What was evident Monday is that Petersen has full support from his administration — athletic director Jen Cohen praised her “first-class program and people” on Sunday via Twitter — and wants this to subside as quickly as possible.
Petersen did mention another topical issue that has been on his mind this week — Pac 12 bye-week distribution. The Sun Devils are coming off their bye week to play the Huskies, just like Oregon State did two weeks ago. And so will Washington State next month. “That is not ideal,” Petersen said. For the record, the UW will have a week off after the trip to ASU. ...
As far as Lincoln High School product Jusstis Warren scoring his first touchdown on offense Saturday, Petersen said he could be a full-time fullback if the offense was built that way. As it stands, the part-time outside linebacker will continue to serve as a de facto fullback on short-yardage plays. “He is a pretty big, physical guy that can move his feet pretty well,” Petersen said. ...
In the middle of his press conference, news broke that Oregon State coach Gary Andersen had been dismissed. It caught Petersen by surprise. “That’s hard. It’s too bad at least you can’t finish the season ... This is a tough business,” he said. ... The Huskies are up to No. 5 in the Associated Press media poll this week.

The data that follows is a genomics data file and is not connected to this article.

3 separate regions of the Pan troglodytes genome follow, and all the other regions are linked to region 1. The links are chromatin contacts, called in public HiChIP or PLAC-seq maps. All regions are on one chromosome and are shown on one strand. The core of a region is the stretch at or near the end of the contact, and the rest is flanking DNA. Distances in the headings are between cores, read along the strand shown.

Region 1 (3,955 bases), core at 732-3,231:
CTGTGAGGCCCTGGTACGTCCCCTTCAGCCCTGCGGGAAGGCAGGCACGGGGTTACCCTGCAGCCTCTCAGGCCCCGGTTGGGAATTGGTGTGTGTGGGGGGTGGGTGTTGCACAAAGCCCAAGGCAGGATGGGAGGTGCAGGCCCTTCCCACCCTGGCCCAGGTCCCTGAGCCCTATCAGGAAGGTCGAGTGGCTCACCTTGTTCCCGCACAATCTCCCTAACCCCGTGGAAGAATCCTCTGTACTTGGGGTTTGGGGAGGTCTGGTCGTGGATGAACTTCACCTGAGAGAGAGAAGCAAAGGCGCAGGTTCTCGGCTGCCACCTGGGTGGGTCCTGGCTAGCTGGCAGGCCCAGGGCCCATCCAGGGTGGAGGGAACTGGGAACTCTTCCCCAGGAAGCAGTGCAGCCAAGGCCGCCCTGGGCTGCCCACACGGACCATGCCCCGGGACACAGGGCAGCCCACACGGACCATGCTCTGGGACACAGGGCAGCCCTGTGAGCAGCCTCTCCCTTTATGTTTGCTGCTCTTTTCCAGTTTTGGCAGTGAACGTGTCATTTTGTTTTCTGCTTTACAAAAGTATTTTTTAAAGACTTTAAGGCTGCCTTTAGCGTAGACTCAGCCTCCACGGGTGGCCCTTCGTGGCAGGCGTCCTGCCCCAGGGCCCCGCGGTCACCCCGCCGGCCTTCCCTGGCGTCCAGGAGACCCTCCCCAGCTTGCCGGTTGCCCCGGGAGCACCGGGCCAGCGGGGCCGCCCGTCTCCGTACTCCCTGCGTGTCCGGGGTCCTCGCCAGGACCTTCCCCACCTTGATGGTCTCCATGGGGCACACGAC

UW HUSKIES OPPONENT THIS WEEK
Arizona State Sun Devils (2-3, 1-1 in Pac-12 South)
7:45 p.m. Saturday, Sun Devil Stadium, Seattle, ESPN, 1000-AM, 97.7-FM
Coach: Todd Graham (41-29 in 6th year at ASU; 49-29 at previous stops at Rice and Tulsa).
Against the Bears: ASU leads, 18-16.
Scouting report: Even though Graham largely has had success in Tempe, there is heat on him to get the Sun Devils to a bowl game. They have talent over the field, led by QB Manny Wilkins (108 of 164, 1,452 yards, eight TDs, two INTs), whose success as a dual threat has been somewhat compromised by all the sacks he has taken (22). If he is given time to get the ball in the hands of sophomore WR N’Keal Harry (34 receptions, 476 yards, three TDs), that will only benefit ASU. But even if the Sun Devils somehow dent the stout UW defense, their own defense has given up 118 plays of 40 or more yards since 2012, most in the conference.
WSU COUGARS OPPONENT THIS WEEK
California Golden Bears (3-3, 0-3 in Pac-12 North)
7:30 p.m. Friday, Memorial Stadium, Berkeley, California, ESPN, 710-AM
Coach: Justin Wilcox (3-3 in 1st year at Cal).
Against the Bears: Cal leads, 46-27-5.
Scouting report: For a third consecutive weekend, the Bears will play a Pac-12 opponent from the Northwest. This will be the first one at home, however. Wilcox and company have to be concerned about the line protection for QB Ross Bowers (124 of 222, 1,437 yards, nine TDs, eight INT), who was sacked seven times Saturday in a 38-7 loss to the UW. And now WSU’s Hercules Mata’afa (4½ sacks) and Frankie Luvu (3½ sacks) comes to town? A positive is since his five-interception game against USC, Bowers has not thrown a pick in his last two games (Oregon and UW).
– Todd Milles, staff writer